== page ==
OLYMPIA - Concerned about the high risk of wildfires, the Washington Department of Fish and Wildlife (WDFW) is limiting vehicle access on lands it owns and manages throughout the state to existing open roads.
Effective immediately, no off-road travel or parking will be allowed off graveled roads or parking areas, said Mark Quinn, WDFW lands manager. Included in this restriction are designated "Green Dot" road management areas, where visitors are normally allowed to park or camp 100 feet from an open road.
"The fire danger is extreme throughout the state, and this is one precaution we can take short of closing department lands to public access," Quinn said. "We don't want to do that, and we're urging everyone visiting WDFW lands to abide by the new road restrictions."
High summer temperatures, combined by sparse rainfall, have left moisture levels in grass and brush at the lowest levels in decades, according to the state Department of Natural Resources and the U.S. Forest Service.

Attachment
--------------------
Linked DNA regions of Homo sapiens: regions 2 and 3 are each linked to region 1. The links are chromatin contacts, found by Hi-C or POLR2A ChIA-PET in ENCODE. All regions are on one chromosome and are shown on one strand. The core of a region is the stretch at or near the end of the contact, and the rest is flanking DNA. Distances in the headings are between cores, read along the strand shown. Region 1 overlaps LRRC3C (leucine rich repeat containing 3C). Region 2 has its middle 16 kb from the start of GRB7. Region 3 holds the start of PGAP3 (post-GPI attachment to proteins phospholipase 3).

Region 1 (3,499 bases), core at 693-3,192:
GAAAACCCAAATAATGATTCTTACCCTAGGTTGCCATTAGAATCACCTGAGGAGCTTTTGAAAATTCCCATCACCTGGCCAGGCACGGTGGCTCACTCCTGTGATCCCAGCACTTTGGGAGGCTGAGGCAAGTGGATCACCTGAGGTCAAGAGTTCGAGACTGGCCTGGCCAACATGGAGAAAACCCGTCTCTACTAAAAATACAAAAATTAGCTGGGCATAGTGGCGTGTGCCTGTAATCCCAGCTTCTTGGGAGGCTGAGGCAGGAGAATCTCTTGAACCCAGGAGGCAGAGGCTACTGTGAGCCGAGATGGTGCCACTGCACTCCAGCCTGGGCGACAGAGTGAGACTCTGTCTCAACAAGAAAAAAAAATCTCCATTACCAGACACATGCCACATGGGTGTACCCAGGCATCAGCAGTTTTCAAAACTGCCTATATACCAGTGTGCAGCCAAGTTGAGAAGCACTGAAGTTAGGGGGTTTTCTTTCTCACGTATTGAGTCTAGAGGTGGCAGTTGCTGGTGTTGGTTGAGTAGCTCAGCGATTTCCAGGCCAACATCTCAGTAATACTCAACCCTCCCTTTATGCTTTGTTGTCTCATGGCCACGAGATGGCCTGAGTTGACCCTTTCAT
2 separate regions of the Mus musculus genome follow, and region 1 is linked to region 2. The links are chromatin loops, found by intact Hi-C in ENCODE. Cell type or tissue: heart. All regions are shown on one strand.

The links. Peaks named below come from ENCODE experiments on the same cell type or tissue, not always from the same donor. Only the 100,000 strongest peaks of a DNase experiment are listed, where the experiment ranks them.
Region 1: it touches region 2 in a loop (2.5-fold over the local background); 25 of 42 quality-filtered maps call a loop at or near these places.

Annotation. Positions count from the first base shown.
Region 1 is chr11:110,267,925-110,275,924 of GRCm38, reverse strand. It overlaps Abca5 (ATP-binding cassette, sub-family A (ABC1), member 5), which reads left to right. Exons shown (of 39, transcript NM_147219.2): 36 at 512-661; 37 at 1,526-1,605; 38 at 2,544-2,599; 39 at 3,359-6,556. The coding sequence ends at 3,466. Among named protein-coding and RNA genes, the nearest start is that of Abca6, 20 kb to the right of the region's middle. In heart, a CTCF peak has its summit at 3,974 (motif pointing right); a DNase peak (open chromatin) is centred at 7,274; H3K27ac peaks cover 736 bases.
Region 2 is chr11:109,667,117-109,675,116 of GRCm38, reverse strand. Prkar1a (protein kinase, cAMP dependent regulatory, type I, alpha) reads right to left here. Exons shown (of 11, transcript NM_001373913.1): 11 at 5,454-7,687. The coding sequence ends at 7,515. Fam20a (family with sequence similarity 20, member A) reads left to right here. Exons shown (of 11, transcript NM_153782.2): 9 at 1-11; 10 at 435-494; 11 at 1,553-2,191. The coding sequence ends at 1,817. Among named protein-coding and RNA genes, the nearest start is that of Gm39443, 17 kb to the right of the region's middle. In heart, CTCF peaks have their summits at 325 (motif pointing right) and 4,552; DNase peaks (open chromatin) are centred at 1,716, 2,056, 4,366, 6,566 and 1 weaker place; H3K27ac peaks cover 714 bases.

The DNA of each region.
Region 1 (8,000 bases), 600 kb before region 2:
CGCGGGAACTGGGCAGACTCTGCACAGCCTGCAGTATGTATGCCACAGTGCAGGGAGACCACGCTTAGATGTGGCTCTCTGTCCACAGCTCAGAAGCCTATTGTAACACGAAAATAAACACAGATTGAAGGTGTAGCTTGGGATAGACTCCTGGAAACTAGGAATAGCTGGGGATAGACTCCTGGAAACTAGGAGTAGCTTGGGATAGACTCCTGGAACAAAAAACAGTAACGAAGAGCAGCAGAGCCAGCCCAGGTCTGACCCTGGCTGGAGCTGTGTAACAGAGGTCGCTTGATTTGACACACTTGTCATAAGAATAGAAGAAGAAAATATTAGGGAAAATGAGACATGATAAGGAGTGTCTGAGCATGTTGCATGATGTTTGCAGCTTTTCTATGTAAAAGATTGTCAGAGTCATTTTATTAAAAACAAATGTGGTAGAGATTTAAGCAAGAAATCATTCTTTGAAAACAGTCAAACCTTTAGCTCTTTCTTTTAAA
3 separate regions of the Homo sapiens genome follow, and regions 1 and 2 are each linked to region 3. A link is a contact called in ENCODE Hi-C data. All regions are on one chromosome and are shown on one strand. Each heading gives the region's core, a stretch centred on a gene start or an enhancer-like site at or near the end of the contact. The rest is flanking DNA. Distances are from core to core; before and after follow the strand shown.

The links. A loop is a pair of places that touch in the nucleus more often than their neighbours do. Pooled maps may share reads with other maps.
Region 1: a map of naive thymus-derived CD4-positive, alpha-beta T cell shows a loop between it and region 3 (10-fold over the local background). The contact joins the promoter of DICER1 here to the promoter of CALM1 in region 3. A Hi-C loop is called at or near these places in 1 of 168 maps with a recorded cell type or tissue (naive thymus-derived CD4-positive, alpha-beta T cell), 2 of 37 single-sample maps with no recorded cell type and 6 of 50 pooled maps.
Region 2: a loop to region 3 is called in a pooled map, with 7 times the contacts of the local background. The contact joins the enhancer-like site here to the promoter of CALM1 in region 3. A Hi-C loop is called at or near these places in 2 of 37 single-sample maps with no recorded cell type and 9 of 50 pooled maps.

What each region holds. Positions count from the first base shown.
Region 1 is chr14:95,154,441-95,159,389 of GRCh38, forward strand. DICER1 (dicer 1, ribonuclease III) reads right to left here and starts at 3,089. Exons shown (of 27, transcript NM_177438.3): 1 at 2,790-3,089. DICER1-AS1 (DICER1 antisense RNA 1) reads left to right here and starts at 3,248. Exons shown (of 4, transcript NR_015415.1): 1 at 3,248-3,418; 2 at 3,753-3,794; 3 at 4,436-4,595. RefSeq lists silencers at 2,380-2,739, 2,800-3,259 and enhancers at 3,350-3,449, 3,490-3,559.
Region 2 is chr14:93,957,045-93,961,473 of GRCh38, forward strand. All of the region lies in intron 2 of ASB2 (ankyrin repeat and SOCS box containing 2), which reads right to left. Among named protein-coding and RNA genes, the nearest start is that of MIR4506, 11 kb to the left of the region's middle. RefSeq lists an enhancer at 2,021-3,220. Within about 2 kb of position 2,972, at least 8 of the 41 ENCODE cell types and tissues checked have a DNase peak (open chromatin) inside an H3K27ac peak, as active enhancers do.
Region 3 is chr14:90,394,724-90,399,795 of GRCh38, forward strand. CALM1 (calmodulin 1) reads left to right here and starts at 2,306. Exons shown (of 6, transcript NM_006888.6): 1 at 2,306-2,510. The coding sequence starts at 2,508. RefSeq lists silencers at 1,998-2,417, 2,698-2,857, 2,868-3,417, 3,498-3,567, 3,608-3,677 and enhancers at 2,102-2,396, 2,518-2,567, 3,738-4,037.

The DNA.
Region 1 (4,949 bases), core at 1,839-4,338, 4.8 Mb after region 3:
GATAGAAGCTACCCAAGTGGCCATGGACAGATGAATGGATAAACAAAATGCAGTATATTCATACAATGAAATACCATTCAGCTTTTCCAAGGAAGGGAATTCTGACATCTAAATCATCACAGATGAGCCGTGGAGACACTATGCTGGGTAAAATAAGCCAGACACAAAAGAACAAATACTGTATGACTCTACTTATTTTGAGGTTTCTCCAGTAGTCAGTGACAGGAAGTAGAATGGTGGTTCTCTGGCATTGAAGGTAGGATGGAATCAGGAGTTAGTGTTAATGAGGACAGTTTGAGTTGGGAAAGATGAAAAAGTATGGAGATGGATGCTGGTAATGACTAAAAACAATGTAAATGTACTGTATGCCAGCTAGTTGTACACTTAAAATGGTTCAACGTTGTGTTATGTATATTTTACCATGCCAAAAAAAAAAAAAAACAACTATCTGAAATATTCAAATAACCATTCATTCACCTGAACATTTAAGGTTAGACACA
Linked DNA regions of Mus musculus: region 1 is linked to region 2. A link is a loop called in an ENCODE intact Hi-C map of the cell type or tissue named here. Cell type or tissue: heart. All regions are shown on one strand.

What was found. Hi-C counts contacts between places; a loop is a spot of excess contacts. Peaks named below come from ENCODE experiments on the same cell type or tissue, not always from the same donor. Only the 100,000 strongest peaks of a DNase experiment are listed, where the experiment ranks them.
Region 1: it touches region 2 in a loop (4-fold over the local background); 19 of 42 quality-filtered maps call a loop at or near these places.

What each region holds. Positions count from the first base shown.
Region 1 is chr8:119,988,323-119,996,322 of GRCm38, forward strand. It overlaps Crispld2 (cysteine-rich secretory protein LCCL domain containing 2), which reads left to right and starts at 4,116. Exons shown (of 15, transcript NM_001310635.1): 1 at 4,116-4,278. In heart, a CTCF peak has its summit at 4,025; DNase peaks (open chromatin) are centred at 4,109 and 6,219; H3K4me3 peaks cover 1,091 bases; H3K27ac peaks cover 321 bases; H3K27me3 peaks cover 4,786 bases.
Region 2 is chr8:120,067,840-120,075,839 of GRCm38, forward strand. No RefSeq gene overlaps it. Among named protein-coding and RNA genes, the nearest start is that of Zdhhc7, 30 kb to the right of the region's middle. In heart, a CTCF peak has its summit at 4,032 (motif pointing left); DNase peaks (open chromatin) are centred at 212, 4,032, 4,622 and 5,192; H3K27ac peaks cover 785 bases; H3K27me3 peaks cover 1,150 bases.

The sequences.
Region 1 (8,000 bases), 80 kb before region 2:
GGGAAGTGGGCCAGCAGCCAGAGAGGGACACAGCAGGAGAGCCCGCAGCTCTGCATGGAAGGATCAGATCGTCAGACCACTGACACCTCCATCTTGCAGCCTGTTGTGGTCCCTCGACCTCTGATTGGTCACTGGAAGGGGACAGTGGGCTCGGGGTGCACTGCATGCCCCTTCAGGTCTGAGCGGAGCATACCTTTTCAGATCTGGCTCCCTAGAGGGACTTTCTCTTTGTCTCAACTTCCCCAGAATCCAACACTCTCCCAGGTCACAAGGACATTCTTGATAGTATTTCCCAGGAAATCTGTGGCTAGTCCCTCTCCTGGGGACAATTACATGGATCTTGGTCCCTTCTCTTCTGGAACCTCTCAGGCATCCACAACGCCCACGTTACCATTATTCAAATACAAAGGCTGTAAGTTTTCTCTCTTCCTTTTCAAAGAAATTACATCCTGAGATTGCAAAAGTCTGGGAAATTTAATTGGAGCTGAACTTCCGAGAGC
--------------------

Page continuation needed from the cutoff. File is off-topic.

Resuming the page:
Besides urging compliance with the new WDFW road restrictions, Quinn asks that hunters and other visitors take several additional precautions to avoid sparking a wildfire on department lands. These include:
- Parking vehicles over exposed gravel or soil that is free of any vegetation to reduce the chance of hot exhaust starting a fire.
- Checking the undercarriage of your vehicle for weeds or other vegetation that could ignite.
- Avoiding smoking outside your car and using the ashtray for ashes and cigarette butts.
- Using gas stoves for outdoor cooking. Virtually all of Washington is closed to outdoor fires and outdoor cooking with anything except gas or propane.
"If you're hunting, the safest way to do it is on foot," Quinn said. "Please respect private property and take every precaution to prevent wildfires. Everyone should carry a shovel, bucket and a fire extinguisher if possible."